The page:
Being an LGBT+ Affirmative Therapist
By Daniel Browne.Every February in the UK, LGBT+ History Month takes place. It’s a yearly event to look back on the history of LGBT+ people in the UK, to reflect on the hard fought for rights and free...
If you are a therapist, you may find that you work with a wide range of clients who vary in backgrounds, identities and lived experiences. With increased awareness and visibility of trans people, more trans people are seeking therapy to work through their issues. Many of the issues will relate directly to their gender identity. Therefore, it’s important to have a good level of understanding of trans people, the specific issues they have, and how you can work with all of that therapeutically.
Equally important is challenging your own thoughts and beliefs on trans people to ensure that you are providing an accessible, inclusive service in which you are fully trans affirmative.
Being trans affirmative is about more than saying you accept trans people or welcome them to your therapy practice. It’s about having that understanding of who they are and what they are going through. This stands you in good stead for successfully working with them.
If we look at some of the terminology relating to trans people, there are a range of identities that are commonly used:
Someone who does not identify with the gender they were born as. A transgender person may go through the process of transitioning so that their physical body matches how they feel as a person.
This means someone who has transitioned from one gender to another. However, it’s seen as an outdated and medicalised term.
Someone who does not have a fixed gender. A genderfluid person may feel more male at some points, more female at other times, but could also feel a combination or both or neither. This depends on circumstance, the situation that person is in, and how they feel at that time.
This is essentially the same as genderfluid.
Someone who is non-binary does not feel they are male or female. A non-binary person may feel more masculine or feminine, but likely identifies as gender neutral or not having a gender.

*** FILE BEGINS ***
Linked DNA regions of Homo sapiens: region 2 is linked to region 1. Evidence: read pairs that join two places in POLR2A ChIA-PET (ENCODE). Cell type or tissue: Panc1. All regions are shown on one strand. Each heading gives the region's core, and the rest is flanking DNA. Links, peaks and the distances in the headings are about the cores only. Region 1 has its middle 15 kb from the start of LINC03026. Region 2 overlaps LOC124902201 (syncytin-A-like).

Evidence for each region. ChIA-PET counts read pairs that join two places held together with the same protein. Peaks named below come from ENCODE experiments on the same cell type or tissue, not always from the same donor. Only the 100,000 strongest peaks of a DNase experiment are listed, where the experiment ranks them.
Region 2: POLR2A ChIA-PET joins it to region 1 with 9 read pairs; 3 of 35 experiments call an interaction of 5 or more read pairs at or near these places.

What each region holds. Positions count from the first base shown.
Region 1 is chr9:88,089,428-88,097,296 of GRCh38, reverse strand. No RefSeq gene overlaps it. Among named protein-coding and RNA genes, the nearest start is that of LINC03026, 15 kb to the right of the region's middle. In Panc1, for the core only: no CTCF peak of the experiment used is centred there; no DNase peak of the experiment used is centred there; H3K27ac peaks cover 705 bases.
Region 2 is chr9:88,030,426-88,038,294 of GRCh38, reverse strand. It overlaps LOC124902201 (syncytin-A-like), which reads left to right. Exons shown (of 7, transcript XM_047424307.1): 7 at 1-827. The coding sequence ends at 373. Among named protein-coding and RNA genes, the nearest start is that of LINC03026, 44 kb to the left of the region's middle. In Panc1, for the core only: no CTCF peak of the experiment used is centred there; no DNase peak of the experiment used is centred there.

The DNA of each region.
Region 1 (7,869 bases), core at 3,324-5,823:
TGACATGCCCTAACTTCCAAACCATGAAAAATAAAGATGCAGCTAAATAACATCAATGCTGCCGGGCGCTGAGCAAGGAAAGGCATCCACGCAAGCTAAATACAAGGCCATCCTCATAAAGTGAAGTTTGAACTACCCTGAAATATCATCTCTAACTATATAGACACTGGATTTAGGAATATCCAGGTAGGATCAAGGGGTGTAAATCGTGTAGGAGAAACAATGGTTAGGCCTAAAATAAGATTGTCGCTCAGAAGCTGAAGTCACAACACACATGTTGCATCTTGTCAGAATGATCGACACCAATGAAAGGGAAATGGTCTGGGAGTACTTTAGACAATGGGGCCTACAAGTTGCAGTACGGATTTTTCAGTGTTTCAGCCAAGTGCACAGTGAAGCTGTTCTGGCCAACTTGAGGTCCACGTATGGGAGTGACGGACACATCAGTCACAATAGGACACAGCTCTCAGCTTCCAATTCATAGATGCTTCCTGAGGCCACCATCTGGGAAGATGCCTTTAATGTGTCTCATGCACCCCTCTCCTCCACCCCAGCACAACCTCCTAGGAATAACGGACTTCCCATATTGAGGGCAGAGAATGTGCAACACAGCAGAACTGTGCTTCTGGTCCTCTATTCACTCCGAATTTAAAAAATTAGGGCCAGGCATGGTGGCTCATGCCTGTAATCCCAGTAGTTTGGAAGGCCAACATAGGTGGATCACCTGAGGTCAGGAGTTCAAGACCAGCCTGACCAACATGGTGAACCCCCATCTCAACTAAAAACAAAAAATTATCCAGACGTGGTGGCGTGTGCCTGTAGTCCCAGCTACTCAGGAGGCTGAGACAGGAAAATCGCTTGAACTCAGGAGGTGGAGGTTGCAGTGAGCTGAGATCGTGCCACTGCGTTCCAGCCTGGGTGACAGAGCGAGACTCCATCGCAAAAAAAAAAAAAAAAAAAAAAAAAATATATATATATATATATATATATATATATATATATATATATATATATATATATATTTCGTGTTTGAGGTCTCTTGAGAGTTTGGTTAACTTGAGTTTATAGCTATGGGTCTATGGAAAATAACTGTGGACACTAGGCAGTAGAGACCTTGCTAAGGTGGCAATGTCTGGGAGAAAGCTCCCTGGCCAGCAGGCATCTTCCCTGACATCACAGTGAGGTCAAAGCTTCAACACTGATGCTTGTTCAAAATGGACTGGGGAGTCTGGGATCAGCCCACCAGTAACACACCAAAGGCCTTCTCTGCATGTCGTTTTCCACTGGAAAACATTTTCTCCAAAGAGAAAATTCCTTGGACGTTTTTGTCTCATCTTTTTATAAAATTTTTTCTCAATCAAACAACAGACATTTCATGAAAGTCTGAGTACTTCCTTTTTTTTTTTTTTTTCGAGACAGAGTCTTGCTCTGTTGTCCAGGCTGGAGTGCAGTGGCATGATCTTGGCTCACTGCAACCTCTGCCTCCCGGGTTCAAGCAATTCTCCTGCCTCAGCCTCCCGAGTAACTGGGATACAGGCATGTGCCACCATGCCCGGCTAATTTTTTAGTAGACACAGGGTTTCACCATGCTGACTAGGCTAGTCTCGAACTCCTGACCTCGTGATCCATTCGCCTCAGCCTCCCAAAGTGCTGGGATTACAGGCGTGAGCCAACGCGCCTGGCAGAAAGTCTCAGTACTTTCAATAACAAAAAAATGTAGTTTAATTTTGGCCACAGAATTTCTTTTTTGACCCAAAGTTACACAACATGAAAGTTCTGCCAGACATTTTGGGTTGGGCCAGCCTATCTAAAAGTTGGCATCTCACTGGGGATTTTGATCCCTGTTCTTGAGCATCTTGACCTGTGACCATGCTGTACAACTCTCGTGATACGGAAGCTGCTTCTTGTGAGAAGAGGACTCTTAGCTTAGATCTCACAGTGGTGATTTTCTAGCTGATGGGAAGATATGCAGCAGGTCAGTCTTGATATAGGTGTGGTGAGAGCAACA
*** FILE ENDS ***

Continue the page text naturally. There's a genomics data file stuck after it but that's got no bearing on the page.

This is an umbrella term for anyone who does not identify with their birth gender in some way. It includes all of the identities above, plus many more.
A trans person may use gender neutral pronouns. For example, someone who identifies as female may be referred to as she or her. A person who identifies as male may be referred to as he or him. A trans person may use the pronouns they and them. Not all trans people do, so it’s ok to ask which pronouns they would like you to use.
If we look at some of the issues that trans people face, research by Stonewall in 2017 showed that two in five trans people had experienced a hate crime or incident in the previous twelve months due to being trans. There is evidence to suggest that this is rising each year. Other research shows that:
Sadly, anti-trans attitudes and behaviours remain prevalent. In 2018, a British trans woman was granted asylum in New Zealand because there is so much transphobia in the UK.
Further issues that trans people face are sexual assault and difficulties accessing health services. The process of transitioning, whereby a trans person attends therapy, takes hormones, lives as the gender they identity as, and has surgery, can be lengthy and traumatic.
All of those issues mean that trans people are often vulnerable and experience poor mental health; something which therapy can help with.
It’s true to say that trans people experience the same problems as many other people. They experience anxiety, depression, low confidence and self-esteem, as lots of other people do. However, with trans people it’s often due to one of the issues detailed in this blog.
Barriers for the trans community exist too. They may worry about whether their therapist will accept them for who they are. They may wonder if they’ll be able to express their gender identity in the therapy room. There will be thoughts about whether their therapist has prejudices and if that will impact on the therapy. Therapists are taught about being non-judgemental and congruent during their training, but the reality is that every single person will have a prejudice about something. We all do, whether we realise it or not. That’s just a fact of life. Nobody is perfect.
So, how can you become trans affirmative? By being willing to see trans clients you’ve already made a start. To progress with being truly trans affirmative it’s important to take the following steps:
Being trans affirmative is something that all therapists should be and by following the advice above it’s something that you can achieve.
With thanks to HS Ambassador Daniel Browne for providing this blog. You can find out more about Daniel and his work here.